Government: More pregnant women are drinking
Apr. 24, 1997
ATLANTA (AP) _ Pregnant women are drinking harder than they did four years earlier, raising the risk their babies will suffer mental retardation, learning disorders and other problems, the government reported Thursday.
A telephone survey by the Centers for Disease Control and Prevention found that 3.5 percent of 1,313 moms-to-be in 1995 admitted they had seven or more drinks per week or binged on five or more drinks at once within the previous month. That's up from 0.8 percent of 1,053 pregnant women in 1991.
``Even though those numbers seem small, that's a pretty significant increase,'' CDC statistician Beth Luman said.
The sample suggests that 140,000 pregnant women nationwide were frequent drinkers in 1995, compared with 32,000 women in 1991, she said.
The CDC also said 16.3 percent of the pregnant women in 1995 had at least one drink in the preceding month, compared with 12.4 percent in 1991.
Louise Floyd, chief of the CDC's fetal alcohol syndrome prevention section, said the reason for the increase is unclear. CDC researchers are going back through the survey to find out.
Drinking while pregnant can cause fetal alcohol syndrome, a lifelong condition that can include retardation, facial abnormalities, stunted growth and learning disorders.
Ms. Floyd said researchers are finding some harmful effects from three or four drinks a week. ``No drinking is safe while you're pregnant,'' she said.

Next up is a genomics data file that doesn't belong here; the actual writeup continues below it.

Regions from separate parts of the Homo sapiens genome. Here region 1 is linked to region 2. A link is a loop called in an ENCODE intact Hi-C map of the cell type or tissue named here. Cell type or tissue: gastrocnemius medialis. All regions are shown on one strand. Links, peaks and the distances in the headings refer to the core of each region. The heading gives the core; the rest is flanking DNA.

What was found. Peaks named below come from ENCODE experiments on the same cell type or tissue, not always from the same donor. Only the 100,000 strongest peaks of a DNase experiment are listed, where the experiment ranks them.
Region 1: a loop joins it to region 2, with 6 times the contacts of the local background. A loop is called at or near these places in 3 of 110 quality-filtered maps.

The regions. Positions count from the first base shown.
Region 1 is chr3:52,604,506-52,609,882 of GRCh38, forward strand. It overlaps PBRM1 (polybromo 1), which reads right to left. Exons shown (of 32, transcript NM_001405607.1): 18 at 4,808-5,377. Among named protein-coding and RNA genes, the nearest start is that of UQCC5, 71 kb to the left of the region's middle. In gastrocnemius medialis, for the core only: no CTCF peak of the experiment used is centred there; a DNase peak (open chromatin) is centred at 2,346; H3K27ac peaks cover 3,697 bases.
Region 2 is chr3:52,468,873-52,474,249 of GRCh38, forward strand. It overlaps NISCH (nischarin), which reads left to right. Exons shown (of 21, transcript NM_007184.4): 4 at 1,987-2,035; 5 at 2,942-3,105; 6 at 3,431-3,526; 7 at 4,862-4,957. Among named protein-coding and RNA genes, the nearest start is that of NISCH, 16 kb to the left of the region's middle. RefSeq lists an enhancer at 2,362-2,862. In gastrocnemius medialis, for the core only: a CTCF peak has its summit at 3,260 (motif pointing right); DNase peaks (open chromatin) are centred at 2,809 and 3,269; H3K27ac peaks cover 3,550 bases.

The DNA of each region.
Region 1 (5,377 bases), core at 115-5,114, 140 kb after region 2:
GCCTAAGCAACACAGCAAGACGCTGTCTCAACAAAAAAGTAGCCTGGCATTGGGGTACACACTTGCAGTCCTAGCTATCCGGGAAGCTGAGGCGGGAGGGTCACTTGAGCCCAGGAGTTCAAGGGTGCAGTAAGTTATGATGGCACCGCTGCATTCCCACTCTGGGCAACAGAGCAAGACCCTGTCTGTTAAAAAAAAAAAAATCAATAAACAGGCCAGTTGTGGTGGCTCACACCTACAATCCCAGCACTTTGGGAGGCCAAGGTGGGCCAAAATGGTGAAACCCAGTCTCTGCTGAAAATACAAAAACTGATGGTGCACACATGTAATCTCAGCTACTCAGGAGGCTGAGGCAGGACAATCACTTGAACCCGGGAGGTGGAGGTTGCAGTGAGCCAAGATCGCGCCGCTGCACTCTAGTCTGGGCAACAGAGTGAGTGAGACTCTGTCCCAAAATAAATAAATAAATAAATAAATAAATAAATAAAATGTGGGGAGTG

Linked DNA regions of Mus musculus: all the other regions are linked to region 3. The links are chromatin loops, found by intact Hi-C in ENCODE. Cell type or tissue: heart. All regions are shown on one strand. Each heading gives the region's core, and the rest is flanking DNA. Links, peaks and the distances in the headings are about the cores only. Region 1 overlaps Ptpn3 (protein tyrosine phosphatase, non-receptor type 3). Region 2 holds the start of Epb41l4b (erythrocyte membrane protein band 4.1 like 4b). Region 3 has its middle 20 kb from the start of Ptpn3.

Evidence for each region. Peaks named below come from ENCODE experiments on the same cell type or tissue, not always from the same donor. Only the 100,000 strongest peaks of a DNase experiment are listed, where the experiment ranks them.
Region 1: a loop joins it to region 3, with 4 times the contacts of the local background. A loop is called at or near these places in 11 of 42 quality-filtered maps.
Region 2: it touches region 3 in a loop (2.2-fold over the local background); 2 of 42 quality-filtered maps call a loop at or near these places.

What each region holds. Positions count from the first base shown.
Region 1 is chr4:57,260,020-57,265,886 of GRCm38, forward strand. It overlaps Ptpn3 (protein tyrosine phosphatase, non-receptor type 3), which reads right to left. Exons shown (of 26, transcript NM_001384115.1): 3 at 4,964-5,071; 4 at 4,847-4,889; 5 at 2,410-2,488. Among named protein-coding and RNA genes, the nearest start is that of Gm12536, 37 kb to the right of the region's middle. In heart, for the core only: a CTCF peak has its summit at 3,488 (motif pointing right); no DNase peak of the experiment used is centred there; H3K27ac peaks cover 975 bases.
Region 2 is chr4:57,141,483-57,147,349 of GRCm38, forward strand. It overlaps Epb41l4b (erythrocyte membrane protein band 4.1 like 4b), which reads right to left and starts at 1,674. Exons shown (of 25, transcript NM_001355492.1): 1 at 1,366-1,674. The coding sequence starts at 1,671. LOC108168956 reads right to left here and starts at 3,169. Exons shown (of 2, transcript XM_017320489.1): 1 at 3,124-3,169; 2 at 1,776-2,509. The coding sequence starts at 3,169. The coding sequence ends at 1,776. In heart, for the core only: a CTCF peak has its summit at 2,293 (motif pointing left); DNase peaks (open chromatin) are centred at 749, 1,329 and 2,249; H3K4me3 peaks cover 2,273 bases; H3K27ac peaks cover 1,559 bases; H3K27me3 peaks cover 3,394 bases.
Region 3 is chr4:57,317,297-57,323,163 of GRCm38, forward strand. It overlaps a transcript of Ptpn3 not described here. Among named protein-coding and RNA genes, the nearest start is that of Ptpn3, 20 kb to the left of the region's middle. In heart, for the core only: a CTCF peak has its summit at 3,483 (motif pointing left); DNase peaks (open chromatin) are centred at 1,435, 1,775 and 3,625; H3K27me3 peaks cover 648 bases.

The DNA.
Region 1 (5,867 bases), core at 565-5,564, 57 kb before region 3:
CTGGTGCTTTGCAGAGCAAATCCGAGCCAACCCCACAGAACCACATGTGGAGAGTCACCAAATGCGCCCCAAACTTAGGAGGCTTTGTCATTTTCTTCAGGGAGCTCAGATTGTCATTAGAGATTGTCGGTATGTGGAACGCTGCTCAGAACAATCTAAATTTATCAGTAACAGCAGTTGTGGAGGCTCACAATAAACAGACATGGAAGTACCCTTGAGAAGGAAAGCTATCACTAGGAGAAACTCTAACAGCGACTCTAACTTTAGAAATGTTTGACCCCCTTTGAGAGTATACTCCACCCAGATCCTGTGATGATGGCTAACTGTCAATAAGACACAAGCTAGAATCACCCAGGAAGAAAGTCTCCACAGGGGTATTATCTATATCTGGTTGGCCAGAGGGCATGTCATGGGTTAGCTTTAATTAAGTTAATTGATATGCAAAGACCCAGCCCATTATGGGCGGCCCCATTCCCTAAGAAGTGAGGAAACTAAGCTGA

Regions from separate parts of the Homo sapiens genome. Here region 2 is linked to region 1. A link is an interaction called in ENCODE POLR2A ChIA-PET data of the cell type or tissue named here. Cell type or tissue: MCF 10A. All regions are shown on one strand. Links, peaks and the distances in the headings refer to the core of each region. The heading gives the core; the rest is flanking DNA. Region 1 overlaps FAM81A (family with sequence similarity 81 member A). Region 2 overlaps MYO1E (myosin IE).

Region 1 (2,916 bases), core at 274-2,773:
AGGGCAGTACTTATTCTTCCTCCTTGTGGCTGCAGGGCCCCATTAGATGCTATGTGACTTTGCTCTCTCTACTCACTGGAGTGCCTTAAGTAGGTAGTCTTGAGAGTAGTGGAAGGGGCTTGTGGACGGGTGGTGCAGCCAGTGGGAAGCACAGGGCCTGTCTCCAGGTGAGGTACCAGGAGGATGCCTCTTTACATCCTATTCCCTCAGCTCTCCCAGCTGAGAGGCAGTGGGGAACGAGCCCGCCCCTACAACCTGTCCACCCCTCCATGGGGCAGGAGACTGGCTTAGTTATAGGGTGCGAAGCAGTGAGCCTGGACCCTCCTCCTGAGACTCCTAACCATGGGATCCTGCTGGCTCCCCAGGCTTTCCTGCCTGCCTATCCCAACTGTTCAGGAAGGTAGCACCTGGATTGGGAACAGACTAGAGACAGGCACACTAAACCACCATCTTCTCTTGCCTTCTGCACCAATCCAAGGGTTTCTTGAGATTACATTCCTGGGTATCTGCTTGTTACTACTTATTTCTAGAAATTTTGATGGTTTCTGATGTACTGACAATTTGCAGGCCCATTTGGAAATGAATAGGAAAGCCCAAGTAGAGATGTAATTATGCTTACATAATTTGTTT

The 1995 survey questioned 33,585 randomly selected women _ pregnant or not _ ages 18 to 44. Of the total, more than half said they drank at least once within the past month and 12.6 percent were frequent drinkers, or those who have at least seven drinks a week or five or more at once. The percentages were similar to the 1991 figures, the CDC said.
The drinking rates among women in 1995 were highest in Wisconsin, Iowa and Pennsylvania.
In 1981, the U.S. surgeon general first urged women _ pregnant or planning to be _ not to drink. Those warnings were repeated by the secretary of health and human services in 1990 and 1995.
Claire Coles, an expert on fetal alcohol syndrome, speculated that people may simply be more honest about owning up to their drinking. But she said that in any case, obstetricians and gynecologists need to talk to their patients about alcohol.
``Anyone who is working with pregnant women should look at a 3.5 percentage and realize they should be asking women more questions,'' said Ms. Coles, a professor of psychiatry at Emory University in Atlanta. ``We keep talking about this, yet I'm not sure everyone is convinced drinking while pregnant is dangerous.''